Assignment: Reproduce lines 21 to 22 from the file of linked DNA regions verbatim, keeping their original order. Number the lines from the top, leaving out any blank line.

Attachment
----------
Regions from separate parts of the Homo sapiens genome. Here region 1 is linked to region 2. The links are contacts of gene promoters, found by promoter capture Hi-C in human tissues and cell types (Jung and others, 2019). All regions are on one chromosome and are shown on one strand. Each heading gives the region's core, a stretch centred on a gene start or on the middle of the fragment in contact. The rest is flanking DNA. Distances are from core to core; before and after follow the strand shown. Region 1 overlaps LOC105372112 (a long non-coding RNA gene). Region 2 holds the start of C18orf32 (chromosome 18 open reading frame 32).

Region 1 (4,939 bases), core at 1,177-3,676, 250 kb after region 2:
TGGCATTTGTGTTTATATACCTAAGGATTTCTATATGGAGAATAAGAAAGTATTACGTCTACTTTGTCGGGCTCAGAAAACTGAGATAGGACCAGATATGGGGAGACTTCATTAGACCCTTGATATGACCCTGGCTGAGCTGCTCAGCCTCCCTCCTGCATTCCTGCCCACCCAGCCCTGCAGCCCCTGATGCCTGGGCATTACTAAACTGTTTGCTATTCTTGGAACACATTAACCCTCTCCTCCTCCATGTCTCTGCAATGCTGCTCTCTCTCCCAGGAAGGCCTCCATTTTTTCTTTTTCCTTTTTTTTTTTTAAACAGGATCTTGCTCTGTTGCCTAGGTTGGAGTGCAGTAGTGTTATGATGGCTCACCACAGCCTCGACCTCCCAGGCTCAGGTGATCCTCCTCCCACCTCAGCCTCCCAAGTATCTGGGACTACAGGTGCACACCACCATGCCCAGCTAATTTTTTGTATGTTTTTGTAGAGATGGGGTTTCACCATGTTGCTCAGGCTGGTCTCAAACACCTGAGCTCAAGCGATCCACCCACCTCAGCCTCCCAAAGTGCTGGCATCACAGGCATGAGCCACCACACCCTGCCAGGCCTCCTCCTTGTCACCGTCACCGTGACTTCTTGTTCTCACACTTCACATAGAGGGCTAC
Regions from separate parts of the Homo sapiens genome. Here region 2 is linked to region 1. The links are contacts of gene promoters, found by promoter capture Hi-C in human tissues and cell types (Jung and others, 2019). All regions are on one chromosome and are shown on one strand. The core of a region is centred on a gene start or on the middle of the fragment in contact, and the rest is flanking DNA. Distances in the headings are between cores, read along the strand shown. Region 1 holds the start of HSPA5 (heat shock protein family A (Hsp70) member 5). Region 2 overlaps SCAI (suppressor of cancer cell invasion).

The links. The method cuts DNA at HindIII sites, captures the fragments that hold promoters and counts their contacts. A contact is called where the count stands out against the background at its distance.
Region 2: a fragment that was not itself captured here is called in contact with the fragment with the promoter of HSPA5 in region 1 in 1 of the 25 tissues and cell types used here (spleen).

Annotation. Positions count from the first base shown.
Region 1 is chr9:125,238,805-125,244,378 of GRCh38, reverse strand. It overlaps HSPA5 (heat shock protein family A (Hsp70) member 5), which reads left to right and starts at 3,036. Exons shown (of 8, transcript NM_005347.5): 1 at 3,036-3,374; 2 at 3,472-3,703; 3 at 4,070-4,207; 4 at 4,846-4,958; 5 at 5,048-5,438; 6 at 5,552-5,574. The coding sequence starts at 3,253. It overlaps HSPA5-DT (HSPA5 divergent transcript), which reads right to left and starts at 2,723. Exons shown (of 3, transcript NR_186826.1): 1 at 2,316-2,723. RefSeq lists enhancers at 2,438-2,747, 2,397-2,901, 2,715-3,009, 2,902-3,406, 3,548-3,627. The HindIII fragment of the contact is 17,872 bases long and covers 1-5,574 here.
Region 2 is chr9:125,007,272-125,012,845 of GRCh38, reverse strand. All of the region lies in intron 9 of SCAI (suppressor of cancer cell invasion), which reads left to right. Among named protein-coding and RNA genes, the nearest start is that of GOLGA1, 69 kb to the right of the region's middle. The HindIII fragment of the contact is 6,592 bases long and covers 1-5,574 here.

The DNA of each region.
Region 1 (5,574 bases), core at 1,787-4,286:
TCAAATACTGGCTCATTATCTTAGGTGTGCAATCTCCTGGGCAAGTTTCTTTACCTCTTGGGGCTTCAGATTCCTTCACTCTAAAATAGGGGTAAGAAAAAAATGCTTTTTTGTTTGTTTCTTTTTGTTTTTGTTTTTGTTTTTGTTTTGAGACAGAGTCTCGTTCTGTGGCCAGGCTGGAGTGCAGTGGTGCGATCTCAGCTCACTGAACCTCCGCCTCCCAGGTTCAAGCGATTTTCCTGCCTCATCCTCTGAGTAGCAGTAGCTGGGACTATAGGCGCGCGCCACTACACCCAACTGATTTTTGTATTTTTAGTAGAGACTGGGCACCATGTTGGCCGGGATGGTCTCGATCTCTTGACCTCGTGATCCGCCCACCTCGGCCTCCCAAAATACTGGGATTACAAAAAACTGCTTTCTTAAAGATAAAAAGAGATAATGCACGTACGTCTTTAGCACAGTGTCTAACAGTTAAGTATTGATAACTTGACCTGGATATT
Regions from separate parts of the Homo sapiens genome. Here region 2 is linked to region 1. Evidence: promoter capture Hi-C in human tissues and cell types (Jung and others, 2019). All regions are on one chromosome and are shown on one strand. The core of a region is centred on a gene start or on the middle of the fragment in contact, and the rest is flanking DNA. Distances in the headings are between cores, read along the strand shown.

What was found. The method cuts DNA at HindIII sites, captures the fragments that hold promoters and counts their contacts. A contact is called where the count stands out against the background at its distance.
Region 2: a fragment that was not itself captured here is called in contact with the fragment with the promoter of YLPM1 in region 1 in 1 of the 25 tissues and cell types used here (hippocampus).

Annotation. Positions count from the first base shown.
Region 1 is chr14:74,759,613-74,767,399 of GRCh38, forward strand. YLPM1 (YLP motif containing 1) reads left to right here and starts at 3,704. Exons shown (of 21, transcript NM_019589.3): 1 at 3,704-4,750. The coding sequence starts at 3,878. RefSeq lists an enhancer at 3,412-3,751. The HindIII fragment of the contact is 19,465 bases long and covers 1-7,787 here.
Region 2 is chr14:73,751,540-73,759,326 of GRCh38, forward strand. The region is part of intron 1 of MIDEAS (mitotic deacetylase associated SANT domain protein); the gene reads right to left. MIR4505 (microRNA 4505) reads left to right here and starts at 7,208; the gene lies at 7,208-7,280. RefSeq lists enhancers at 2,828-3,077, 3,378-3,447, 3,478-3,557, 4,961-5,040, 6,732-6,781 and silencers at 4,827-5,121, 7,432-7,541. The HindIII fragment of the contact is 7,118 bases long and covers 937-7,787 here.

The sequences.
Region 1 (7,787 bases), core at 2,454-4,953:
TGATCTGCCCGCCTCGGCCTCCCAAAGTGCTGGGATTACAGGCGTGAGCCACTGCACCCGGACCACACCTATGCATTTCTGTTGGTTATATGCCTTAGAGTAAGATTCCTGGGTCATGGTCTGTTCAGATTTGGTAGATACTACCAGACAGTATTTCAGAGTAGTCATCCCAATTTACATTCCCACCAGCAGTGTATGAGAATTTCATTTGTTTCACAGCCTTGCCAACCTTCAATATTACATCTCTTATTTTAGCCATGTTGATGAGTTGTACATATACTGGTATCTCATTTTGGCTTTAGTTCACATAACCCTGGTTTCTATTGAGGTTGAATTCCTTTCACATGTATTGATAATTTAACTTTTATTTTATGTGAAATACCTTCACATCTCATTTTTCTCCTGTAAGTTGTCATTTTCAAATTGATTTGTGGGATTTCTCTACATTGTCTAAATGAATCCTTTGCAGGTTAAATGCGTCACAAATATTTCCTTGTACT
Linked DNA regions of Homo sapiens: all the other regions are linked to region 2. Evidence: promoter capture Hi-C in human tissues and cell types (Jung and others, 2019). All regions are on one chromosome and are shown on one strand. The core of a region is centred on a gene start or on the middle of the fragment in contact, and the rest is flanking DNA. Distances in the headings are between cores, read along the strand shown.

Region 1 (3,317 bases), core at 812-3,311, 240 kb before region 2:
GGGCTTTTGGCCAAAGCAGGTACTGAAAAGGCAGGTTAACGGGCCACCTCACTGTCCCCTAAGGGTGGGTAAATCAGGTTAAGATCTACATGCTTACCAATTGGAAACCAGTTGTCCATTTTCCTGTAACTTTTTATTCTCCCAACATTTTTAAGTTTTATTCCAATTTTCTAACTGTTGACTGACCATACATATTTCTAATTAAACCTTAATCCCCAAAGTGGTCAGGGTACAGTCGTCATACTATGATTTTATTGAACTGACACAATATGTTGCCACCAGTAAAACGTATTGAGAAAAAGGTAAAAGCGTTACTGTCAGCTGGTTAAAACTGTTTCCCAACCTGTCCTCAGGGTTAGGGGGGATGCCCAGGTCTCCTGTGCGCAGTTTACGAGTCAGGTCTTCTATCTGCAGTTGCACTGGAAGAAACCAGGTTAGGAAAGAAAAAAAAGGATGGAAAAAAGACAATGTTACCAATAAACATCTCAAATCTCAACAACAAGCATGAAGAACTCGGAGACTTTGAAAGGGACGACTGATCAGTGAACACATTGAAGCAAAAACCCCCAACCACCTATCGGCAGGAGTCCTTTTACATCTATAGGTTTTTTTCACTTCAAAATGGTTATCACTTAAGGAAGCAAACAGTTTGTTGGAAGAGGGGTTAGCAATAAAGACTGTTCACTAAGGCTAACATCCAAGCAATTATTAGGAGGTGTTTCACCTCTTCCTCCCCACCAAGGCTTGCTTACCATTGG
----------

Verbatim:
TGATCTGCCCGCCTCGGCCTCCCAAAGTGCTGGGATTACAGGCGTGAGCCACTGCACCCGGACCACACCTATGCATTTCTGTTGGTTATATGCCTTAGAGTAAGATTCCTGGGTCATGGTCTGTTCAGATTTGGTAGATACTACCAGACAGTATTTCAGAGTAGTCATCCCAATTTACATTCCCACCAGCAGTGTATGAGAATTTCATTTGTTTCACAGCCTTGCCAACCTTCAATATTACATCTCTTATTTTAGCCATGTTGATGAGTTGTACATATACTGGTATCTCATTTTGGCTTTAGTTCACATAACCCTGGTTTCTATTGAGGTTGAATTCCTTTCACATGTATTGATAATTTAACTTTTATTTTATGTGAAATACCTTCACATCTCATTTTTCTCCTGTAAGTTGTCATTTTCAAATTGATTTGTGGGATTTCTCTACATTGTCTAAATGAATCCTTTGCAGGTTAAATGCGTCACAAATATTTCCTTGTACT
Linked DNA regions of Homo sapiens: all the other regions are linked to region 2. Evidence: promoter capture Hi-C in human tissues and cell types (Jung and others, 2019). All regions are on one chromosome and are shown on one strand. The core of a region is centred on a gene start or on the middle of the fragment in contact, and the rest is flanking DNA. Distances in the headings are between cores, read along the strand shown.